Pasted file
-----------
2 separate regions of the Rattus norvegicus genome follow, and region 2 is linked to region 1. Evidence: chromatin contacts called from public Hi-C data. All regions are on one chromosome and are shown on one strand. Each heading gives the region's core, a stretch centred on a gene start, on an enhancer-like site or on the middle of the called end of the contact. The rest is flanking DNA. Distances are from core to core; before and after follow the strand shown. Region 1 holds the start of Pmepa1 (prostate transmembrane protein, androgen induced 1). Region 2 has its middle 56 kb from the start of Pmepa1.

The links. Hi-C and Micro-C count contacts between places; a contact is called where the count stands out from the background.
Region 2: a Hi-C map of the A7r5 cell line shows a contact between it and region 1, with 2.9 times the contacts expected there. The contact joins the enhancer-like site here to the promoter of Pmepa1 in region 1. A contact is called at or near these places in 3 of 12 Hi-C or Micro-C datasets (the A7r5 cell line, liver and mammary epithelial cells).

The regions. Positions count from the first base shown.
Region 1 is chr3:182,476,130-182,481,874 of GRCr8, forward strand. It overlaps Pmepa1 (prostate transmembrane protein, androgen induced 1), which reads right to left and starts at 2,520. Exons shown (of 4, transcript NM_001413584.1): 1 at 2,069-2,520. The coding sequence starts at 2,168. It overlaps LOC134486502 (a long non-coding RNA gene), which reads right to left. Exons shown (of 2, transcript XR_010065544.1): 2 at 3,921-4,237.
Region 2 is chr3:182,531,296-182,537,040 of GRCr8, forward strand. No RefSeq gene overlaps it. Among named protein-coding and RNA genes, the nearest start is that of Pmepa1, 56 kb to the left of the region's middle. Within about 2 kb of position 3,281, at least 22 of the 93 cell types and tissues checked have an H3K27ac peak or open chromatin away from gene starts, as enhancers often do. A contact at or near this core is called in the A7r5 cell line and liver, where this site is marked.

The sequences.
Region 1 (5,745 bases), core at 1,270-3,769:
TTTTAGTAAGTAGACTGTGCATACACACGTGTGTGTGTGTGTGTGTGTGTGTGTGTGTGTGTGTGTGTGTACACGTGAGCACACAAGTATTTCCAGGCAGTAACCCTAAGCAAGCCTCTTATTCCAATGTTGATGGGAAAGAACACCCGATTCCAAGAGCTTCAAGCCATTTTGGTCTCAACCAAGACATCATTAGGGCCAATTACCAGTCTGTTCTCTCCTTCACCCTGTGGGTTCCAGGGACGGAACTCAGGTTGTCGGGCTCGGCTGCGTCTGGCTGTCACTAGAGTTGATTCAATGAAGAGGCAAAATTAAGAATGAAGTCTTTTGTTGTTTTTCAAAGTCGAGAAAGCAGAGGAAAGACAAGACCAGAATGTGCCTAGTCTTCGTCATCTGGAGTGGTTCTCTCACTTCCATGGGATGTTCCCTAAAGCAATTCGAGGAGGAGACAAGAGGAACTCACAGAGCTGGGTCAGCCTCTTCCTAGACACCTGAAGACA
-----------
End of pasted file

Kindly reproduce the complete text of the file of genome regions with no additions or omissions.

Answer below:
2 separate regions of the Rattus norvegicus genome follow, and region 2 is linked to region 1. Evidence: chromatin contacts called from public Hi-C data. All regions are on one chromosome and are shown on one strand. Each heading gives the region's core, a stretch centred on a gene start, on an enhancer-like site or on the middle of the called end of the contact. The rest is flanking DNA. Distances are from core to core; before and after follow the strand shown. Region 1 holds the start of Pmepa1 (prostate transmembrane protein, androgen induced 1). Region 2 has its middle 56 kb from the start of Pmepa1.

The links. Hi-C and Micro-C count contacts between places; a contact is called where the count stands out from the background.
Region 2: a Hi-C map of the A7r5 cell line shows a contact between it and region 1, with 2.9 times the contacts expected there. The contact joins the enhancer-like site here to the promoter of Pmepa1 in region 1. A contact is called at or near these places in 3 of 12 Hi-C or Micro-C datasets (the A7r5 cell line, liver and mammary epithelial cells).

The regions. Positions count from the first base shown.
Region 1 is chr3:182,476,130-182,481,874 of GRCr8, forward strand. It overlaps Pmepa1 (prostate transmembrane protein, androgen induced 1), which reads right to left and starts at 2,520. Exons shown (of 4, transcript NM_001413584.1): 1 at 2,069-2,520. The coding sequence starts at 2,168. It overlaps LOC134486502 (a long non-coding RNA gene), which reads right to left. Exons shown (of 2, transcript XR_010065544.1): 2 at 3,921-4,237.
Region 2 is chr3:182,531,296-182,537,040 of GRCr8, forward strand. No RefSeq gene overlaps it. Among named protein-coding and RNA genes, the nearest start is that of Pmepa1, 56 kb to the left of the region's middle. Within about 2 kb of position 3,281, at least 22 of the 93 cell types and tissues checked have an H3K27ac peak or open chromatin away from gene starts, as enhancers often do. A contact at or near this core is called in the A7r5 cell line and liver, where this site is marked.

The sequences.
Region 1 (5,745 bases), core at 1,270-3,769:
TTTTAGTAAGTAGACTGTGCATACACACGTGTGTGTGTGTGTGTGTGTGTGTGTGTGTGTGTGTGTGTGTACACGTGAGCACACAAGTATTTCCAGGCAGTAACCCTAAGCAAGCCTCTTATTCCAATGTTGATGGGAAAGAACACCCGATTCCAAGAGCTTCAAGCCATTTTGGTCTCAACCAAGACATCATTAGGGCCAATTACCAGTCTGTTCTCTCCTTCACCCTGTGGGTTCCAGGGACGGAACTCAGGTTGTCGGGCTCGGCTGCGTCTGGCTGTCACTAGAGTTGATTCAATGAAGAGGCAAAATTAAGAATGAAGTCTTTTGTTGTTTTTCAAAGTCGAGAAAGCAGAGGAAAGACAAGACCAGAATGTGCCTAGTCTTCGTCATCTGGAGTGGTTCTCTCACTTCCATGGGATGTTCCCTAAAGCAATTCGAGGAGGAGACAAGAGGAACTCACAGAGCTGGGTCAGCCTCTTCCTAGACACCTGAAGACA